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Gary Sauer-Thompson
tag:solway.posthaven.com,2013:Post/1328724 2018-10-04T05:34:59Z 2018-10-05T01:48:51Z scanning 5x7 colour negatives

I have an old 5x7 Cambo monorail view camera which I love using because of  its format, its lightness and mobility.     Unfortunately, I rarely  use it these last couple of years.  I did, however,  use it to expose  the last of the 5x7 Kodak Portra 160ASA sheet film that had sitting in the  fridge. This  happened was when I was in Swan Hill for the Mallee Routes exhibition at the Swan Hill Regional Art Gallery in 2018.   

This is the location photo of the early morning photo session at Pental Island. 

The reason for the infrequent use of the 5x7 monorail  is due to scanning problems, not the camera, and they arise because   I don't  have any  5x7 film holders to scan the colour negatives with. This is  due to the  Epson V700 flatbed scanner coming  with film holders  only up to 5x4. There are no  5x7 or 10x8 film holders.  Soup to now  I have been placing the colour negatives directly on the scanner's glass bottom and then scanning the negatives using the Epson area guide.   

The  scanning problems I encountered are  Newton rings and intense cyan images. The results are terrible,  and they are difficult, if not impossible to fix in Lightroom, for  many of the images. I have spent hours on the computer trying to produce a decent digital file. 

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Gary Sauer-Thompson
tag:solway.posthaven.com,2013:Post/1324656 2018-09-23T06:05:54Z 2018-09-23T10:49:00Z road locations found

After walking down a number of back country roads and scoping them over the past week in Waitpinga in the southern Fleurieu Peninsula, I have found a couple of locations  for a large format photo black and white session. 

One  is the junction of Tugwell and Wilson Hills Rd in Waitpinga with its little bridge across a little bit of a creek. This is the  location that I have in mind:  

This  is a late afternoon photoshoot since  the sun is directly behind us. I now have to wait for a calm day; or a late afternoon  with  minimal wind. 

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Gary Sauer-Thompson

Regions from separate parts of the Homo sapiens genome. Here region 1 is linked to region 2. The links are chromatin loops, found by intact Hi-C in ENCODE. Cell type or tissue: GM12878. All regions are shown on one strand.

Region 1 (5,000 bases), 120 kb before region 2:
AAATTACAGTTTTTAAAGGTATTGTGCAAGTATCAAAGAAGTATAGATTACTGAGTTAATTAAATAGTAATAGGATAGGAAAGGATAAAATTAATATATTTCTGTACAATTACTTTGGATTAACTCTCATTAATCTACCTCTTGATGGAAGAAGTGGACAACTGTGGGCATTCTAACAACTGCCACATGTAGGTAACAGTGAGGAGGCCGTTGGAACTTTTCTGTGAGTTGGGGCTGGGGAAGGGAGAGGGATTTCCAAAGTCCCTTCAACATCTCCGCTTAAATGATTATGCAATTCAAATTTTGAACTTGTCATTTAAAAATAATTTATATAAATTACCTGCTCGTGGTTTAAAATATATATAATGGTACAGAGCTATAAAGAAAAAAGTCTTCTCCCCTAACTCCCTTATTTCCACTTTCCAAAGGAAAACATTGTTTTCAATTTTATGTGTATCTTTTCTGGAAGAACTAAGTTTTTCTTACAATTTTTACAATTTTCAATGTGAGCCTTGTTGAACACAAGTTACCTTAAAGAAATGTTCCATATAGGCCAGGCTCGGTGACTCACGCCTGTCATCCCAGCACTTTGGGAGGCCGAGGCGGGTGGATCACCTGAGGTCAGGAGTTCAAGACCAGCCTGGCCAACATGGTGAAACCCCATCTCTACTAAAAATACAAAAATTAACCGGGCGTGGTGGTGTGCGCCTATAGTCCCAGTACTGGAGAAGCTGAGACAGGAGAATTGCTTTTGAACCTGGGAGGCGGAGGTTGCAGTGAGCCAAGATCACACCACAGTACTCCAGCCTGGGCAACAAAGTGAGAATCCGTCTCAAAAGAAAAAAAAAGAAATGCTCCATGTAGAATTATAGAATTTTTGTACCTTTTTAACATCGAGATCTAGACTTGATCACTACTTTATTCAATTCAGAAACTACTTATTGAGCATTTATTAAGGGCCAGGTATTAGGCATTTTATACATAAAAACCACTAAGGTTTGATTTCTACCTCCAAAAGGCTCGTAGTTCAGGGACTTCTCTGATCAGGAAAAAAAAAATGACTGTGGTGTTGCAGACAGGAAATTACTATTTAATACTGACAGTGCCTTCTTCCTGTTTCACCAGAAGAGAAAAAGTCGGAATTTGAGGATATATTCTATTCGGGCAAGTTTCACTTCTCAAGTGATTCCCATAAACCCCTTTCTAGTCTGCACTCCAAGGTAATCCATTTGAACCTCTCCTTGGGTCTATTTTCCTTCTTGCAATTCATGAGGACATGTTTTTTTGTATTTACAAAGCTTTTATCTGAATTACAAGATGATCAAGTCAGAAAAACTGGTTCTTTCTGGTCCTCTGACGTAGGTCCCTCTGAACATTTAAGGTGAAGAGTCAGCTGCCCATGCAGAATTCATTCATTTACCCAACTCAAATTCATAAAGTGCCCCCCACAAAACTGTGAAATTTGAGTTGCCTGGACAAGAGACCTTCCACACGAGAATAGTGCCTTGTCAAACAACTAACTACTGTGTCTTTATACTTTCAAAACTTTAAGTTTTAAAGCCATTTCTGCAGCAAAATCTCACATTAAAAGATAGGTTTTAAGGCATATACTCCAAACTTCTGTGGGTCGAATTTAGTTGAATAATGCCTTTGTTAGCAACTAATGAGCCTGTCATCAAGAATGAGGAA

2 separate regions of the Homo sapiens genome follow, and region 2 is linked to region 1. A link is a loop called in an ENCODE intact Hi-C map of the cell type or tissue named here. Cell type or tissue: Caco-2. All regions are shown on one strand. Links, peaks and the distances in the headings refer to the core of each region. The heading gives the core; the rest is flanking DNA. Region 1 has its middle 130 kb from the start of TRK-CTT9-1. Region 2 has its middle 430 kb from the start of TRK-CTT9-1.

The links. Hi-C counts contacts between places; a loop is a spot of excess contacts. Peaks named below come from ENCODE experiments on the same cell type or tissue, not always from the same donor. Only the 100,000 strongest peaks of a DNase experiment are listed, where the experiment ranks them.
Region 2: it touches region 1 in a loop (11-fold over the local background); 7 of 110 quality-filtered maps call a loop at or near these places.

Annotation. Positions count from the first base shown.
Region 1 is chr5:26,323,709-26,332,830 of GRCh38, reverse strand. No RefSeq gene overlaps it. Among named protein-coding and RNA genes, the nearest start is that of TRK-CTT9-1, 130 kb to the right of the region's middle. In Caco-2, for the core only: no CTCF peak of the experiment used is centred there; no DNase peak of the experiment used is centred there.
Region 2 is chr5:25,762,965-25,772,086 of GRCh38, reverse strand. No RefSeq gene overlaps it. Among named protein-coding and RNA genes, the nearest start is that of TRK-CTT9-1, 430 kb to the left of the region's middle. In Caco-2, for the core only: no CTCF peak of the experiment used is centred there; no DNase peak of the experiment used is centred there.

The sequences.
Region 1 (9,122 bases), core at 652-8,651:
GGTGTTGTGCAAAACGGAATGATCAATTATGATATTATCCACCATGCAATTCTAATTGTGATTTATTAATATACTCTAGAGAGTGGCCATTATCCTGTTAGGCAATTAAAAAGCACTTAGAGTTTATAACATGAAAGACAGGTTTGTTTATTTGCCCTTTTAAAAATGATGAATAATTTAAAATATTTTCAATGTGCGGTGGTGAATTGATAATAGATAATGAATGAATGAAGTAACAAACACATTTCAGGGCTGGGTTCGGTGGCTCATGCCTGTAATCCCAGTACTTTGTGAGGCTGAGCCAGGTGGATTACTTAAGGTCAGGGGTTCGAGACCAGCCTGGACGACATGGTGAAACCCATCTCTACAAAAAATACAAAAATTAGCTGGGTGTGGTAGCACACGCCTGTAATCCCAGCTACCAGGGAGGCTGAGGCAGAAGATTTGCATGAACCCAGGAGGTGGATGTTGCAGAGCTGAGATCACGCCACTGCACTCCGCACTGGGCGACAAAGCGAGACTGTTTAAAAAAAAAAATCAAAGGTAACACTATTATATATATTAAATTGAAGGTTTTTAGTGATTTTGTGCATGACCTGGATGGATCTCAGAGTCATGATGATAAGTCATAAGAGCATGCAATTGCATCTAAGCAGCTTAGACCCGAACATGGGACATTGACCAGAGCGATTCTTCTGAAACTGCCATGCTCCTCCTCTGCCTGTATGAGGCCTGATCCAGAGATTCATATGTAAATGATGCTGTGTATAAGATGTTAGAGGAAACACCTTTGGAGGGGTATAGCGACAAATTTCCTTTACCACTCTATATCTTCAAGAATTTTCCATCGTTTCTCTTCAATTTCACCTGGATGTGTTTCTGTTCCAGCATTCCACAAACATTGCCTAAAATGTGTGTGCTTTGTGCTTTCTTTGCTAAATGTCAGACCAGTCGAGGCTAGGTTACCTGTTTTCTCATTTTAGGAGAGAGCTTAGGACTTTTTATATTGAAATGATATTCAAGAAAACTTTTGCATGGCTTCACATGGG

tag:solway.posthaven.com,2013:Post/1317726 2018-09-03T01:29:04Z 2018-09-03T02:12:12Z photographing country roads

My frustration from the rushed Talem Bend photo session has mounted,  due to  the very gusty  northerly and south-westerly winds and continual rain  over the last 4 days. The frustration comes from these weather condition  making it impractical to make a  return trip to Talem Bend at the base of the Mallee Highway. It's 90 minutes drive time each way. 

Suzanne  suggested that  I make things a bit easier  for myself in using the 8x10 Cambo by starting to photograph around my local area.  I took her advice and I was lucky to squeeze a photo session of roadside vegetation in Waitpinga in one morning after a   poodlewalk with Kayla. This  just before  it started to rain. 

I realized afterwards that concentrating on  pictures of roadside vegetation was far  too limited,  and that  really  I needed to broaden my local  image making  to include the roads I travelled along by making them  more central to the photography.   Here was a good model.    

I decided to start this exploration off  by beginning with the roads that I usually  walk down whilst on the  poodlewalks. I needed to start with what I was familiar with.  The connection between walking and still photography  is crucial,  as it is on these walks that  I  see the possible subject matter. 

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Gary Sauer-Thompson
tag:solway.posthaven.com,2013:Post/1313797 2018-08-21T09:27:27Z 2018-09-23T12:21:54Z Road trip with 8x10 + poodles

I drove up to Talem Bend -the base of the Mallee Highway -- yesterday with the poodles --to continue working on the low-key  silo project  with the Cambo 8x10 monorail. The negatives from the previous photoshoot had been damaged. Hence the re-photography.  However, things didn't work out for me.